In 1897 while traveling London, an article came out that Mark Twain had died. When asked by a reporter about this and his health, Twain replied, “Reports of my death have been greatly exaggerated.” So why this quote for a blog on and about real estate? Ahh.., because reports of the death of a seller’s market have been greatly exaggerated. Make no mistake, we are still in a seller’s market. Allow me to explain.
When the Fed began tightening interest rates to reverse inflation, the real estate market took a quick kick to the head. When rates reached 6% in early summer, the market began to slow down dramatically as affordability took a hit. But as summer has continued a few things have happened that have caused the market to regain some footing. Rates for example, dropped as the prospect of a recession grew in the minds of Wall Street traders. Why did they think this was going to happen? Simply put the yield curve inverted. This is a term used when the shorter-term bond is offering a better return than the longer term. “2’s and 10’s” they like to say. The yield on the 2-year treasury was higher than the 10-year treasury. [Find us on social media here] Normally the shorter term pays less (think of a short term vs. long term CD at your bank). Thus, when the shorter pays more, historically this is an indication we are heading into recession. I’m not going to explain the relationship of yield and price, except to say investors bought up the long-term bonds rather than short term and that caused the rate on the long bond to drop. Another key recession indicator is that we had two successive months of negative GDP. This is the technical definition of a recession. So, in technical terms we already are in a recession. Naturally extrapolated out you’d have to conclude housing is going to fall.
It’s a funny thing about memory. Whatever has just happened is what we think will happen again. For some in real estate, it’s the myopic thinking that the market will continue to rise without any slowdown or correction because we just experienced two years of this kind of market and that’s what they have in recent memory. For many it’s the belief that a correction is going to be like 2008-2012. We aren’t just going to have a mild correction, no, we are going into The Great Recession Redux. This is because this is what we remember. And people always are saying, history repeats itself. Naturally therefore, we should expect a massive crash in real estate values [Check what your home is worth here]. Before I go any further, let me just say, this is not going to happen. Why? People can afford their mortgages for one. People have equity so the market won’t be flooded with distressed sellers just walking away and giving their home to the bank, instead if they must sell, they will – for a profit. Demand is still massively higher than the supply of housing. Millennials are still in the early stages of household formation. Investors are dying for a redo of the 2009 market. All the investors I know (and huge Wall Street hedge funds I don’t) are chomping at the bit to see prices drop substantively. Why? The number of homes that should have been built during the Great Recession are still not built. We are so far behind that we may never catch up! That’s why. There’s not enough housing and investors want to own it. Have you seen rents lately. My gosh, I put up a 500 SF ADU in the San Fernando Valley for lease and had 30 inquires in 24 hours. And the asking rent is $2,050 a month! That’s nuts. And yet, here we are.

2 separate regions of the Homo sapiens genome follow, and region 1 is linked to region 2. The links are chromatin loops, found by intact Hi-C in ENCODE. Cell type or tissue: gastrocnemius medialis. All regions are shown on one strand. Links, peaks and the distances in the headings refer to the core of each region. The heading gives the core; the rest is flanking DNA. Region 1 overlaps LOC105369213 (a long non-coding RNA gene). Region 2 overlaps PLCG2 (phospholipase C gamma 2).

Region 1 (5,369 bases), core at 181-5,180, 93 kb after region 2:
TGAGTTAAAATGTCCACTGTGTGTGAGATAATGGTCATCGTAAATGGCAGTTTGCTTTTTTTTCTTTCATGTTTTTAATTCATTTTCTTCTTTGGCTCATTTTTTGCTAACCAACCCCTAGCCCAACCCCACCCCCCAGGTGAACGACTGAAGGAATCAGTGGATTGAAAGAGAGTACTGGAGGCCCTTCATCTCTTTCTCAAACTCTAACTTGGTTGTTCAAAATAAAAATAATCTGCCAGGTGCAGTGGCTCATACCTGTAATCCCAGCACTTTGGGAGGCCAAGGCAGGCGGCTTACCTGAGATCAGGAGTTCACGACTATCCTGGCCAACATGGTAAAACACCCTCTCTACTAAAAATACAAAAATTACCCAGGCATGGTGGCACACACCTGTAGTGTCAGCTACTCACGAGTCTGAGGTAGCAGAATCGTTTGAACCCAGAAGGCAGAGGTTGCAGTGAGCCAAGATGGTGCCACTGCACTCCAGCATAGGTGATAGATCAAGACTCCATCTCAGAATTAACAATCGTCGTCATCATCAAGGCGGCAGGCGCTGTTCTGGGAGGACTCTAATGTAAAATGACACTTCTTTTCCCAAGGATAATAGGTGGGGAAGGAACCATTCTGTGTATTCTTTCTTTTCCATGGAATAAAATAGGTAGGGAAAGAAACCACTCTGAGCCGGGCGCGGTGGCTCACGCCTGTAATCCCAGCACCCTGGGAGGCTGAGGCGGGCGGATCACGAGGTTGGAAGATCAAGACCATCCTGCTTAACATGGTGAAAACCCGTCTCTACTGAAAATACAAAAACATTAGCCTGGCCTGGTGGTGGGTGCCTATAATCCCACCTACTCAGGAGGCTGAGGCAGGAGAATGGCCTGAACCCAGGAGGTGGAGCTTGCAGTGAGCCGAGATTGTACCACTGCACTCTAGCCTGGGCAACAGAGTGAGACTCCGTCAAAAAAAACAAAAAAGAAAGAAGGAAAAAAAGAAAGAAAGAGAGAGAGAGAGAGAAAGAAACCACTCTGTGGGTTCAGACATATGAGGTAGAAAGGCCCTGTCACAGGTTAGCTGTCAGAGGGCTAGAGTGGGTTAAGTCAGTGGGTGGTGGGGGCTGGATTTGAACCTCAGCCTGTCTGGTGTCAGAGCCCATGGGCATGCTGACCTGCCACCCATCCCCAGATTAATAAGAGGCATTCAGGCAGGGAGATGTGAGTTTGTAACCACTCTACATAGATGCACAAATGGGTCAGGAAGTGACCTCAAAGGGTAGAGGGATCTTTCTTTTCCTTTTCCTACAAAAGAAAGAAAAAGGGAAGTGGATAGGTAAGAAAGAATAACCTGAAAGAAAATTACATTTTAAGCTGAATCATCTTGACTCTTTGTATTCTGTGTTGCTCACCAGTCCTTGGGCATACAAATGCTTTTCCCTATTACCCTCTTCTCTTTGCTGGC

I follow a guy named Steve Thomas (follow Steve on his www.ReportOnHousing.com website here). According to the numbers, Steve says inventory peaked in June. He goes on to say that amongst the many reasons that this has happened is that expired or cancelled listings are up 89% year over year! He says that with 72% of all active mortgages below 4%, that sellers are simply electing to stay put rather than fight the current of an adjusting market. Locally we see that the pending sales are down 15% and the number of homes for sale is up 15%. It’s the same 15%. This tight supply even in the absence of record high demand, is still woefully insufficient to cause the value of real estate to epically decline. Yes, we are seeing price cuts but this market behavior is consistent with a normal market. Historically prices rise in the spring and give some back in the fall. This is normal seasonal behavior. So, sellers who can no longer get what their neighbor got in the spring market, are having to reduce their price. There’s nothing unusual about that. Moreover, during the early part of 2022 inventory was at all time lows. In our local Conejo Valley, that number actually went below 100 homes for sale. In that environment, anyone with 4 walls and a kitchen could sell regardless of condition or location. This is no longer the case. Homes with warts or in locations that aren’t desirable or are in disrepair, are no longer selling at the sky-high prices. So here is a point of difference that’s not seasonal and strictly a situation being driven by the shift in interest rates, buyers’ affordability, and the fact that a slower market means more inventory [Contact Tim here]. More inventory means more choices and a buyer can be a little more selective. Imperfect homes must now be priced in a way that reflects this. This is normal market behavior. The frenzy is largely over but great properties are still receiving multiple offers. Good properties are selling but at a slower pace. All this means one thing: It’s still a seller’s market – just not as strong as it was. So yes, the reports of the death of the housing market, have been largely exaggerated.